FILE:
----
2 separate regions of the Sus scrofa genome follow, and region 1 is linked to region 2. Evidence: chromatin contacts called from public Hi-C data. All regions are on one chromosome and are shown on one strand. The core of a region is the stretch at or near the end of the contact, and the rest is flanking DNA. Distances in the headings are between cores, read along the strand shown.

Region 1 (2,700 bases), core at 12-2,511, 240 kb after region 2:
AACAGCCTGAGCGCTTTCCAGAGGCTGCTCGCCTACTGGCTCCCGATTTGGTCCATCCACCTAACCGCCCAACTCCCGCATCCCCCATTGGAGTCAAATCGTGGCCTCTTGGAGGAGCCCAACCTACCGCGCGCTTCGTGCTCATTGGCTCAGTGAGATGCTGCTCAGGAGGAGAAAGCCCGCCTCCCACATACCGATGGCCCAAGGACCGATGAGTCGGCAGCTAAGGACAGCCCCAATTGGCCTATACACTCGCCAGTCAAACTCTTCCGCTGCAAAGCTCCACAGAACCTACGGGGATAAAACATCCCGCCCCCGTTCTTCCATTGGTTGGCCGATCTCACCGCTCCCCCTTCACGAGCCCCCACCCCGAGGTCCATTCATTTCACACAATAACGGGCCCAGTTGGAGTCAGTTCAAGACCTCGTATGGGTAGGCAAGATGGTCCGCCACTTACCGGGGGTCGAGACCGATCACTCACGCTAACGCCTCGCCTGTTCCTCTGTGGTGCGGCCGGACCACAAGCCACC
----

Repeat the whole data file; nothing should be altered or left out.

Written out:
2 separate regions of the Sus scrofa genome follow, and region 1 is linked to region 2. Evidence: chromatin contacts called from public Hi-C data. All regions are on one chromosome and are shown on one strand. The core of a region is the stretch at or near the end of the contact, and the rest is flanking DNA. Distances in the headings are between cores, read along the strand shown.

Region 1 (2,700 bases), core at 12-2,511, 240 kb after region 2:
AACAGCCTGAGCGCTTTCCAGAGGCTGCTCGCCTACTGGCTCCCGATTTGGTCCATCCACCTAACCGCCCAACTCCCGCATCCCCCATTGGAGTCAAATCGTGGCCTCTTGGAGGAGCCCAACCTACCGCGCGCTTCGTGCTCATTGGCTCAGTGAGATGCTGCTCAGGAGGAGAAAGCCCGCCTCCCACATACCGATGGCCCAAGGACCGATGAGTCGGCAGCTAAGGACAGCCCCAATTGGCCTATACACTCGCCAGTCAAACTCTTCCGCTGCAAAGCTCCACAGAACCTACGGGGATAAAACATCCCGCCCCCGTTCTTCCATTGGTTGGCCGATCTCACCGCTCCCCCTTCACGAGCCCCCACCCCGAGGTCCATTCATTTCACACAATAACGGGCCCAGTTGGAGTCAGTTCAAGACCTCGTATGGGTAGGCAAGATGGTCCGCCACTTACCGGGGGTCGAGACCGATCACTCACGCTAACGCCTCGCCTGTTCCTCTGTGGTGCGGCCGGACCACAAGCCACC